The Tupper and Reed Building was erected in 1906 to house John Tupper and Lawrence Reed's music store. Located on Shattuck Ave, this building was designed by William Raymond Yelland in his storybook house style. Built from brick and wood, it features balconies, a fireplace, impressive adornments and an iron cutout of this landmark building’s name.
St. Mark's Episcopal Church

4) St. Mark's Episcopal Church

St. Mark's Episcopal Church, designed by the founder of Burton Architecture David Burton, was established in 1877. A significant part of the Berkeley community, its design and warm colors make it a pleasant place to visit and an outstanding landmark.
Telegraph Avenue

5) Telegraph Avenue (must see)

Telegraph Avenue is a street that begins, at its southernmost point, in the midst of the historic downtown district of Oakland, California, United States, and ends, at its northernmost point, at the southern edge of the University of California campus in Berkeley, California. It is approximately 4.5 miles (7 km) in length. Among some Berkeley residents, especially University of California students, Telegraph refers mainly to a four-block section just south of the university, from Bancroft Way (which borders the campus) to Dwight Way. As a center of campus and community life, this section of Telegraph Avenue is home to many restaurants, bookstores, and clothing shops, along with street vendors occupying its wide sidewalks. Here Telegraph Avenue attracts a diverse audience of visitors, including college students, tourists, artists, street punks, eccentrics, and the homeless.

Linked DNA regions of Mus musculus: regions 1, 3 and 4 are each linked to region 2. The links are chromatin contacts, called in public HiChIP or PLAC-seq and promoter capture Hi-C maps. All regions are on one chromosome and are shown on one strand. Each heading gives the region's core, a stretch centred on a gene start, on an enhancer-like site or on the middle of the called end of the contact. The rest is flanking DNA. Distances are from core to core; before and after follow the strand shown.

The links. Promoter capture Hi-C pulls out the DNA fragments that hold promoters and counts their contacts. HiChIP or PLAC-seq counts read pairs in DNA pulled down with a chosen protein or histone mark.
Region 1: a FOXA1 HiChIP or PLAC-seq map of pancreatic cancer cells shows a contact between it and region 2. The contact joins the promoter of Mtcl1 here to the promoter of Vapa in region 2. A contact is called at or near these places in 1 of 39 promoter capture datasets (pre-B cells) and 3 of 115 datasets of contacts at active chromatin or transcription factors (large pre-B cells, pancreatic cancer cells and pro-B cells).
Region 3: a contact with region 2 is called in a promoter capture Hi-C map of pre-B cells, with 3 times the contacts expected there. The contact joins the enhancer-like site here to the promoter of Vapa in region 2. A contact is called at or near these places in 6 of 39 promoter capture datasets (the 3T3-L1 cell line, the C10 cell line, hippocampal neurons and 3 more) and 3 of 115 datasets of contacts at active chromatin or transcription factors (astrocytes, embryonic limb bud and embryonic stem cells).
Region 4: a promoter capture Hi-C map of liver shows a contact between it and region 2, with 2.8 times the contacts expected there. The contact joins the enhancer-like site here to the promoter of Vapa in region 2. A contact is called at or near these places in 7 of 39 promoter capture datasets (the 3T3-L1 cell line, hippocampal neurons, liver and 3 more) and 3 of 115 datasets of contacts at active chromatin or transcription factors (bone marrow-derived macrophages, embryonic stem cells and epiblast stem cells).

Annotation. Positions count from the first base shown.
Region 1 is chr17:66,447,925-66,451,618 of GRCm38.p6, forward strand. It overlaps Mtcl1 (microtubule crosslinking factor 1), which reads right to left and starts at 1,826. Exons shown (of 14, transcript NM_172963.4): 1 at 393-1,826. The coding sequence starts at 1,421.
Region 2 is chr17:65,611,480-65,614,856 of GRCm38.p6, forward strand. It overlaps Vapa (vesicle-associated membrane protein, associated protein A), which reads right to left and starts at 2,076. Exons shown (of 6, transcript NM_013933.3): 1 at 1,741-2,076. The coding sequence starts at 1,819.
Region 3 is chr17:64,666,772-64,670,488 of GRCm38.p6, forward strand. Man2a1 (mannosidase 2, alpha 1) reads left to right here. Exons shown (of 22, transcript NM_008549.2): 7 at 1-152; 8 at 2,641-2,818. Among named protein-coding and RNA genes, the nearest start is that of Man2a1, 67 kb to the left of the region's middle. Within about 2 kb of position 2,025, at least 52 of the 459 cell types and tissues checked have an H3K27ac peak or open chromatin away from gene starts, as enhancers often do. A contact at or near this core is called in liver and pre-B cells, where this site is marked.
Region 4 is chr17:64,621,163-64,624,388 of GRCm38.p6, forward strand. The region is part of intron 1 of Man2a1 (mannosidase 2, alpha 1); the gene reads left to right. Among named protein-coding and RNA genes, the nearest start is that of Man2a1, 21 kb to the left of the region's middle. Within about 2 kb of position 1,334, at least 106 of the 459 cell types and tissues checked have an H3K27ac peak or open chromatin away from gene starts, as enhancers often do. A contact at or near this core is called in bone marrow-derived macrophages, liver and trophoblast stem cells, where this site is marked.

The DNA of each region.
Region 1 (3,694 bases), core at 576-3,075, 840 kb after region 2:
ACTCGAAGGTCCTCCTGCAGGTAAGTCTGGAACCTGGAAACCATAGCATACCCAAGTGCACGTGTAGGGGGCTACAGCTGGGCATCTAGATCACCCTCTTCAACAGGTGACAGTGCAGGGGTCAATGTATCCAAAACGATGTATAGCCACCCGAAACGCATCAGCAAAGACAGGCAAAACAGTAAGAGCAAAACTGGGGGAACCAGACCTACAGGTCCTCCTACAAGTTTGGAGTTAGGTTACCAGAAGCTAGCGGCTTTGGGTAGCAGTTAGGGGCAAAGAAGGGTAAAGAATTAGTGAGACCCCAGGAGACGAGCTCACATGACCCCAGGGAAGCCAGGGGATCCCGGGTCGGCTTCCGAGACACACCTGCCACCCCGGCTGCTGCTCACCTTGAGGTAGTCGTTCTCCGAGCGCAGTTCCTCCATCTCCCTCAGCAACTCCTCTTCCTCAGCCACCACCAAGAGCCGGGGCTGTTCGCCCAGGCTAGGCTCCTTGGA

Sight description based on wikipedia
Sather Gate

6) Sather Gate (must see)

Sather Gate is a prominent landmark separating Sproul Plaza from the bridge over Strawberry Creek, leading to the center of the University of California, Berkeley campus.